A Lifetime of Looking at Life
The Monitor begins a series of interviews with social scientists. Today: sociologist Daniel Bell. INTERVIEW
TO say that sociologist Daniel Bell has retired is almost a contradiction in terms. He's no longer on the faculty at Harvard University. But the man who gave us such terms as ``post-industrial'' and ``the information economy,'' and such books as ``The End of Ideology'' and ``The Cultural Contradictions of Capitalism'' has hardly slowed down. He still welcomes graduate students into his sunny living room, still is interrupted by phone calls about manuscripts. A generalist who speaks with equal ease about 18th-century philosophy or 20th-century Poland, he carries a well-deserved reputation as one of the true intellectuals of his age.
What interested him in sociology? ``I grew up on the Lower East Side of New York during the Depression years,'' says Professor Bell in a voice still rich with his boyhood accent. His father died when he was an infant, his mother went to work in a garment factory, and young Bell grew up watching people who lived in tin shacks along the East River scour the garbage barges for food.
In 1932, aged 13, he joined the Young People's Socialist League - a ``natural extension'' of his life, he recalls, because his mother was a union member and many of his friends were members. The Socialist Party ``had what they called a Socialist Sunday School, as well as evening courses. There I was, studying society.''
This early education, coupled with his religious training in Hebrew school, was reinforced at City College, where his classmates included such future luminaries as Irving Kristol, Irving Howe, and Seymour Martin Lipset. There, engaged in ``intense, feverish debates'' among communists, dissident leftists, socialists, and anarchists, the students educated themselves about social issues.
Now, Bell thinks of himself as ``a right-wing socialist.'' His explanation for his gradual shift to the center? One's temperament, he explains, is more important than one's ideology in shaping one's beliefs. ``The way you hold beliefs is more important than what you hold. If somebody's been a rigid communist, he becomes a rigid anti-communist - the rigidity being the constant.''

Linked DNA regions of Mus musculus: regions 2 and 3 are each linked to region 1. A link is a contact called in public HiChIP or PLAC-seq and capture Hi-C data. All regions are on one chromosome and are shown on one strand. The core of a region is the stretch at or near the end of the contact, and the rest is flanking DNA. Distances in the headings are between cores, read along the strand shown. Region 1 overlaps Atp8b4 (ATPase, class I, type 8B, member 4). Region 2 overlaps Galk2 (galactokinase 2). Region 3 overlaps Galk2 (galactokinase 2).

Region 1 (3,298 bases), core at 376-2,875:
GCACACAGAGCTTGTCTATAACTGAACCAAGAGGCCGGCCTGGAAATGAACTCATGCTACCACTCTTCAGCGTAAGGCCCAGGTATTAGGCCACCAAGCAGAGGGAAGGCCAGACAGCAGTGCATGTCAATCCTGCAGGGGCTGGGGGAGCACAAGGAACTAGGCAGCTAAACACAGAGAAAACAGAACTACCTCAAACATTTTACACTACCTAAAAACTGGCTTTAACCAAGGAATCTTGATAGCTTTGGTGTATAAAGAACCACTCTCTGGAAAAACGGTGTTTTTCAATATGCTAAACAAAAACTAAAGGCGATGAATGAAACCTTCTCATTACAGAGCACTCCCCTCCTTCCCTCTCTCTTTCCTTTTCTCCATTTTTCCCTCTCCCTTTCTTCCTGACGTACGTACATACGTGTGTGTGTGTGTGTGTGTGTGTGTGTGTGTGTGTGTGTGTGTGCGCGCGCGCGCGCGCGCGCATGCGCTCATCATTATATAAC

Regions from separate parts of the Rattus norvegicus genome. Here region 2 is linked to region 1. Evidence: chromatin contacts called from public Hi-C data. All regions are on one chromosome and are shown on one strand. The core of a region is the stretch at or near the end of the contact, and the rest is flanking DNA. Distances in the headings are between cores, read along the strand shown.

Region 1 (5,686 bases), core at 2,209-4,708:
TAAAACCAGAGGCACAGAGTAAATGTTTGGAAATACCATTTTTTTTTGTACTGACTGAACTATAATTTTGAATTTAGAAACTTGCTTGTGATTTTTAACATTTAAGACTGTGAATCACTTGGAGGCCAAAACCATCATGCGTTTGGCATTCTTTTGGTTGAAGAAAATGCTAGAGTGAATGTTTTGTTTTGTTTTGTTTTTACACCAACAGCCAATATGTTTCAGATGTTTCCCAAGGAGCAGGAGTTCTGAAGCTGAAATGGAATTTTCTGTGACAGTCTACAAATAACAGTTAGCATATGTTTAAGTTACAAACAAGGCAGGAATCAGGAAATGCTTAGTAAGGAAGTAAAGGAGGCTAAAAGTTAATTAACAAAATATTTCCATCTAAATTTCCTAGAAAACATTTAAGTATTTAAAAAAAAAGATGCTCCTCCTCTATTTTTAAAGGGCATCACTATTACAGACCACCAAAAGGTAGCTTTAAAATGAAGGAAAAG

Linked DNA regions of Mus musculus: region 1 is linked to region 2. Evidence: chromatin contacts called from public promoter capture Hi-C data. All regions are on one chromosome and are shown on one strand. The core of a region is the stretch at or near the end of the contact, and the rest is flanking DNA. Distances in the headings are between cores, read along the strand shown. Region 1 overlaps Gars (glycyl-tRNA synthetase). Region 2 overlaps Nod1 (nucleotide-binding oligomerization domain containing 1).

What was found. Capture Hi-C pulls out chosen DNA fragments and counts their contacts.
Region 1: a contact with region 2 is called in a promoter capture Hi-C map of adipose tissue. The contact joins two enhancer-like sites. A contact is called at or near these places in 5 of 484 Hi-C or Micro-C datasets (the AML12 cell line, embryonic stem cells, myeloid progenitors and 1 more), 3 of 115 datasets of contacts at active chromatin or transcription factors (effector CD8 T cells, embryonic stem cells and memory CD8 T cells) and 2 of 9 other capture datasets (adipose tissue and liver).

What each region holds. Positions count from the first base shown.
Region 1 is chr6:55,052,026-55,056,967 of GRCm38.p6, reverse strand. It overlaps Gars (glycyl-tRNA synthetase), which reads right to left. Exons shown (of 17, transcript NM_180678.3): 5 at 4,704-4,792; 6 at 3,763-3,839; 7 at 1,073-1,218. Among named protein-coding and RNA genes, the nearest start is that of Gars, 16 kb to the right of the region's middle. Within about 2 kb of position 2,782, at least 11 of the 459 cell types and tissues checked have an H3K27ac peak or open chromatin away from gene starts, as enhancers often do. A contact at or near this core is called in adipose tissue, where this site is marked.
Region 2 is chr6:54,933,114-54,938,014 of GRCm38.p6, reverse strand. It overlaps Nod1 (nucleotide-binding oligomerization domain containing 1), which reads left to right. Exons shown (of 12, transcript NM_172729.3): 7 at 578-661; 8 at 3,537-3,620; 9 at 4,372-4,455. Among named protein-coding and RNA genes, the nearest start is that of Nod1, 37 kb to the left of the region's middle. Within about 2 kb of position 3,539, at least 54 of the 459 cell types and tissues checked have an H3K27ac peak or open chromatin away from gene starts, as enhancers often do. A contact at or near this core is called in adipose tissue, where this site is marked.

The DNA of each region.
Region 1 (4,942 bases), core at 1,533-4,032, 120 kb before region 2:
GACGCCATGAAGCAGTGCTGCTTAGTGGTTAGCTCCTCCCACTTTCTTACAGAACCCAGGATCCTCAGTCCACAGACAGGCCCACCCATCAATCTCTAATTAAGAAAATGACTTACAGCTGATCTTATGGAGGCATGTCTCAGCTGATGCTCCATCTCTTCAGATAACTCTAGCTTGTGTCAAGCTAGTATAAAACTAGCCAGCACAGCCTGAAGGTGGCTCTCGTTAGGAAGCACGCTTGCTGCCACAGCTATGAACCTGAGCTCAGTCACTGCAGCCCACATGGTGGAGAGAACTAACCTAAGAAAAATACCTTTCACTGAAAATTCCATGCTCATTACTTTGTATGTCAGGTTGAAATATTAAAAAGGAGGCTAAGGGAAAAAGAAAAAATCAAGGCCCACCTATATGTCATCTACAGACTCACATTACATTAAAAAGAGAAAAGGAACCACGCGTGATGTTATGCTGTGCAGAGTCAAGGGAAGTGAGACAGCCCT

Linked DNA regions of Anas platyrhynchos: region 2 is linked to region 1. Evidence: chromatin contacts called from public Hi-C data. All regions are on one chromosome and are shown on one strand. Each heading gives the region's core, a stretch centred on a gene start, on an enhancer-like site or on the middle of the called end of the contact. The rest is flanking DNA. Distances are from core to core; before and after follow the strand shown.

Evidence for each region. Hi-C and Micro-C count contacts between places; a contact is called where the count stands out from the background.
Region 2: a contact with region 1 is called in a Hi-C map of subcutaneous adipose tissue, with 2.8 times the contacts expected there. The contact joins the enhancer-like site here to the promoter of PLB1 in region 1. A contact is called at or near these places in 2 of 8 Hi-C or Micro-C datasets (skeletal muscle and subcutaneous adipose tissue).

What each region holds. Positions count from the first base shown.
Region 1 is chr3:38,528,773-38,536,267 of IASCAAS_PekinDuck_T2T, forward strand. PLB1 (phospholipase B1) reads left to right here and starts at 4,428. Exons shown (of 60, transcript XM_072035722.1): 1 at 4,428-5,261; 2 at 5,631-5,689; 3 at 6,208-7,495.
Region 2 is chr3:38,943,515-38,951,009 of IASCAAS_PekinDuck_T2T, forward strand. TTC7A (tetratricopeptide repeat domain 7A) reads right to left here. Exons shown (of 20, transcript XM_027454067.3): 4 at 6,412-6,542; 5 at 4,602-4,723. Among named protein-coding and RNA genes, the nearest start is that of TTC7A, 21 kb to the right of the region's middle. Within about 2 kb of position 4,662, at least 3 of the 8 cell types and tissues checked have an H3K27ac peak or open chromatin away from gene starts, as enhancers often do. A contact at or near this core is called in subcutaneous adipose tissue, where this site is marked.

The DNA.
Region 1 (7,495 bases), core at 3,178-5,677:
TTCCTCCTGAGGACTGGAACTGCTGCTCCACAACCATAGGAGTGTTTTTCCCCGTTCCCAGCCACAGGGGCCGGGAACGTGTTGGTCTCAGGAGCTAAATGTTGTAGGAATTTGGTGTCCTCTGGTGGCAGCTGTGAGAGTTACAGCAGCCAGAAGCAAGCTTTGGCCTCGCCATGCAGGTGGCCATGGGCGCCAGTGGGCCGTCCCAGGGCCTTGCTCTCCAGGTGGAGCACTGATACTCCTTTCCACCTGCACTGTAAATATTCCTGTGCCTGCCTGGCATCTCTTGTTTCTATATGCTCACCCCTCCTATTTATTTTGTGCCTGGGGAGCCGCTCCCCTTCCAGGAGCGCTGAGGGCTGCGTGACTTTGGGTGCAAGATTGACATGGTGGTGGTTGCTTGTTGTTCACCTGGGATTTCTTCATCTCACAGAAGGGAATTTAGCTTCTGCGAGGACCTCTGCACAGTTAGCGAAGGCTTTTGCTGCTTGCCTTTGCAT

By the time the ferment of the 1960s arrived, Bell had seen it all before. ``These kids were talking about reacting against the bourgeois world, when in fact they were reenacting things that had already taken place before World War I in Greenwich Village.''
The lesson he draws from that experience, he says, is that ``there's really nothing new under the sun, as the preacher says in the book of Ecclesiastes. There's a principle of limited possibilities in human affairs. There are only so many different ways things can ever come up.''
That doesn't mean, however, that sociology can predict the future. ``You can always more or less indicate when things are sliding out of control,'' he says. ``What will replace them is much more contingent.''
In pre-revolutionary Russia, for example, it's clear that ``the czarist regime would crumble because of the backwardness of the society, the patrimony and clumsiness of the bureaucracy, and the restriction of industrializing forces. But the outcomes are not determined. You don't know what the balance of forces will be.''
As with czarist Russia, he says, so with Eastern Europe today. Writing about the region as early as the 1960s, he says, he could foresee a collapse. ``This was never communism in a classical sense - it was a forced industrialization,'' he notes. ``What you had was a series of imposed regimes with some degree of direct control but no popular support.''